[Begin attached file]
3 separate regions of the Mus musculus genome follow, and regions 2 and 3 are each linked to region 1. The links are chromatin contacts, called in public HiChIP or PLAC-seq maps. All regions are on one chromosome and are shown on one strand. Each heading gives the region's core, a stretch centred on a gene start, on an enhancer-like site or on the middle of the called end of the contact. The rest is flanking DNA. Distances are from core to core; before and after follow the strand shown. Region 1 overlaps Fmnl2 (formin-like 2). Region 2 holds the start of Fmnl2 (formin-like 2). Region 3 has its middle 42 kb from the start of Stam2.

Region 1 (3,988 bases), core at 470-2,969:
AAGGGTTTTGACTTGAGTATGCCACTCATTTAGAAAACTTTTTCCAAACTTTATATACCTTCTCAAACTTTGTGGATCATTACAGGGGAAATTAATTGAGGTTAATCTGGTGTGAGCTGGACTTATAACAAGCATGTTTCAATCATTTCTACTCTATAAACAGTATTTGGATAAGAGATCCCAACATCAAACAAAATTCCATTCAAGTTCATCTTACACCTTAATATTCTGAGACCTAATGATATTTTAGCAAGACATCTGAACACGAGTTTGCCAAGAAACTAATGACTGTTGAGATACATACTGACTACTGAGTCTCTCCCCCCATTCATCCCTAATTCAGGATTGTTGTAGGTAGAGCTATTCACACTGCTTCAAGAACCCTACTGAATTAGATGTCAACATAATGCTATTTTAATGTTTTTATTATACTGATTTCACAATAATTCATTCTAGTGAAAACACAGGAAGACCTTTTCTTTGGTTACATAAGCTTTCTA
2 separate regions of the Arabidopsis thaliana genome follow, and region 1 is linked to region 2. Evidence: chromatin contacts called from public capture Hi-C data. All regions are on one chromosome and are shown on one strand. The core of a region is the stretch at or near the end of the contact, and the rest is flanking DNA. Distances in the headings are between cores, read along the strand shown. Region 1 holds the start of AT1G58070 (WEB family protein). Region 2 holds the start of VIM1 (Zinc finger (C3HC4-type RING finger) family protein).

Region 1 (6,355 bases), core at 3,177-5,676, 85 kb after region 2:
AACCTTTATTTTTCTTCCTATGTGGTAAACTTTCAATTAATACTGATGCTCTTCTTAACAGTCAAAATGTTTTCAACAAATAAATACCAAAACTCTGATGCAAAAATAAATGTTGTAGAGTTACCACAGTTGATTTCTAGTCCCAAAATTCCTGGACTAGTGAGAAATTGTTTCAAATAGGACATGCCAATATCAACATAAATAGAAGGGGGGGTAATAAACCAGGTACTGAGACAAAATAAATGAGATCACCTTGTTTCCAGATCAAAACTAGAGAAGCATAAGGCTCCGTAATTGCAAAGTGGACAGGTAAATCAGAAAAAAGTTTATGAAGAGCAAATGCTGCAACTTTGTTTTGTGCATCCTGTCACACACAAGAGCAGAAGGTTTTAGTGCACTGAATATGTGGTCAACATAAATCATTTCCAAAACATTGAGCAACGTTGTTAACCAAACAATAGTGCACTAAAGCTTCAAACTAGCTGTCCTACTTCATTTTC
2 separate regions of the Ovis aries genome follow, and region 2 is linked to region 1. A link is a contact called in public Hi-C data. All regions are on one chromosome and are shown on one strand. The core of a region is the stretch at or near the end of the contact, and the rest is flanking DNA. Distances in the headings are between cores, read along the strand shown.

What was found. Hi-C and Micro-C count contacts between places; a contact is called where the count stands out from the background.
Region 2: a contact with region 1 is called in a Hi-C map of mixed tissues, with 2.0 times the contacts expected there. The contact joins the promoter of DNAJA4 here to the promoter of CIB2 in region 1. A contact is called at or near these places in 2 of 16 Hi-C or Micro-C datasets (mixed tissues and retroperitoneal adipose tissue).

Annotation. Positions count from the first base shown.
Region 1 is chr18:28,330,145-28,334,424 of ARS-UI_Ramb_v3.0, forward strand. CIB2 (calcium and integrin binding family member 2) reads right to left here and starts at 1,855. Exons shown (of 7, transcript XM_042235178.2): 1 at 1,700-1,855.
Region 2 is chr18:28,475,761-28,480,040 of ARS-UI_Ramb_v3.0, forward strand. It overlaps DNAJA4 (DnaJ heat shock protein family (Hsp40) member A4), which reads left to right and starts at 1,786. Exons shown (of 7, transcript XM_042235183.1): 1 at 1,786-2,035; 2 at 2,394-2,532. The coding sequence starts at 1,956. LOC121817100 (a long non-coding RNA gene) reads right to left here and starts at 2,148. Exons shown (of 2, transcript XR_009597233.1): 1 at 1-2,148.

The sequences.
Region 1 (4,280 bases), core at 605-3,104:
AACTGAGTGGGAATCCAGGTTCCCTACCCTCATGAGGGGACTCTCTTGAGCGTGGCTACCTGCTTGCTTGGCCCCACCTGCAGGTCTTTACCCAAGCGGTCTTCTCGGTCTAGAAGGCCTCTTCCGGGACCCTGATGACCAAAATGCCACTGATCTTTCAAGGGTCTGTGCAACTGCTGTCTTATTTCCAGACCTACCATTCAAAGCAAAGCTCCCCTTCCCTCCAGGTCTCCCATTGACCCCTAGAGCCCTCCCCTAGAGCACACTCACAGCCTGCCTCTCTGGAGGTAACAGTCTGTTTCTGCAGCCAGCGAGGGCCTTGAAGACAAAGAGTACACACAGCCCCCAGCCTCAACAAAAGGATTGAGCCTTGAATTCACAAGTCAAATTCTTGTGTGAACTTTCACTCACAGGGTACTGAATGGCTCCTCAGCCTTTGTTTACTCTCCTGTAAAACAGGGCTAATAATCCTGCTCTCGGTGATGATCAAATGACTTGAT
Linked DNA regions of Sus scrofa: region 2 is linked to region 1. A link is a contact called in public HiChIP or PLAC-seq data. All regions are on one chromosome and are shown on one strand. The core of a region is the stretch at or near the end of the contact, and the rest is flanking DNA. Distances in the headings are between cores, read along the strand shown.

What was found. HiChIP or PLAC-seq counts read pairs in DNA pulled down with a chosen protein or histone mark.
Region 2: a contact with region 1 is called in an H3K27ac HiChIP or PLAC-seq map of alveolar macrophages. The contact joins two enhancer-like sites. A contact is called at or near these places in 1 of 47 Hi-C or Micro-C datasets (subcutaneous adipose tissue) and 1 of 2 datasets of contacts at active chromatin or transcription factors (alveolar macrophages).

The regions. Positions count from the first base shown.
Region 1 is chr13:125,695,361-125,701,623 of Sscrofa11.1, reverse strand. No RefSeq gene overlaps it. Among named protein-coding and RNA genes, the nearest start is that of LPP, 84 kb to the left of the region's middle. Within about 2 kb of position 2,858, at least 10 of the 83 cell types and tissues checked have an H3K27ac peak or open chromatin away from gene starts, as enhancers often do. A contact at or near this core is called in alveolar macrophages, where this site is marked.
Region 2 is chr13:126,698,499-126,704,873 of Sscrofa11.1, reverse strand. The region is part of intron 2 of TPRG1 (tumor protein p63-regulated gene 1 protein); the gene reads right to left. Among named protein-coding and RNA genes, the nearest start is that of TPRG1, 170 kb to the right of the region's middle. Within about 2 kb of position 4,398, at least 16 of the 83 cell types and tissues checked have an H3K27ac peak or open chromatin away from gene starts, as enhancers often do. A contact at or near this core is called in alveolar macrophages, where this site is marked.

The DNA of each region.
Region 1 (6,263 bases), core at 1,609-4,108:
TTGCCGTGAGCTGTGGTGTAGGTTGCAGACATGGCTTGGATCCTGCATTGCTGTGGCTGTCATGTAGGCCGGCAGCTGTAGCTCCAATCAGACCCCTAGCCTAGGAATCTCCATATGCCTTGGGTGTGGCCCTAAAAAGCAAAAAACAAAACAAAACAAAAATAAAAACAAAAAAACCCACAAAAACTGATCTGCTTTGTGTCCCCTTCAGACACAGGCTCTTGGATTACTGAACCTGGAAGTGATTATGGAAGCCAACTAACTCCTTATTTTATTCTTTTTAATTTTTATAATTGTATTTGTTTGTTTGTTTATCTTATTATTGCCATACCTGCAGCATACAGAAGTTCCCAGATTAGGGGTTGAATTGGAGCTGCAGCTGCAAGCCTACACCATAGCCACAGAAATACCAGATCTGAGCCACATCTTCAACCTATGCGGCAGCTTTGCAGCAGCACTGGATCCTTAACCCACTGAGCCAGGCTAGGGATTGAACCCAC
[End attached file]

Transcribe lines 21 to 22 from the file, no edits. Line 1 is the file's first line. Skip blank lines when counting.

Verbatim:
Region 2 is chr13:126,698,499-126,704,873 of Sscrofa11.1, reverse strand. The region is part of intron 2 of TPRG1 (tumor protein p63-regulated gene 1 protein); the gene reads right to left. Among named protein-coding and RNA genes, the nearest start is that of TPRG1, 170 kb to the right of the region's middle. Within about 2 kb of position 4,398, at least 16 of the 83 cell types and tissues checked have an H3K27ac peak or open chromatin away from gene starts, as enhancers often do. A contact at or near this core is called in alveolar macrophages, where this site is marked.

The DNA of each region.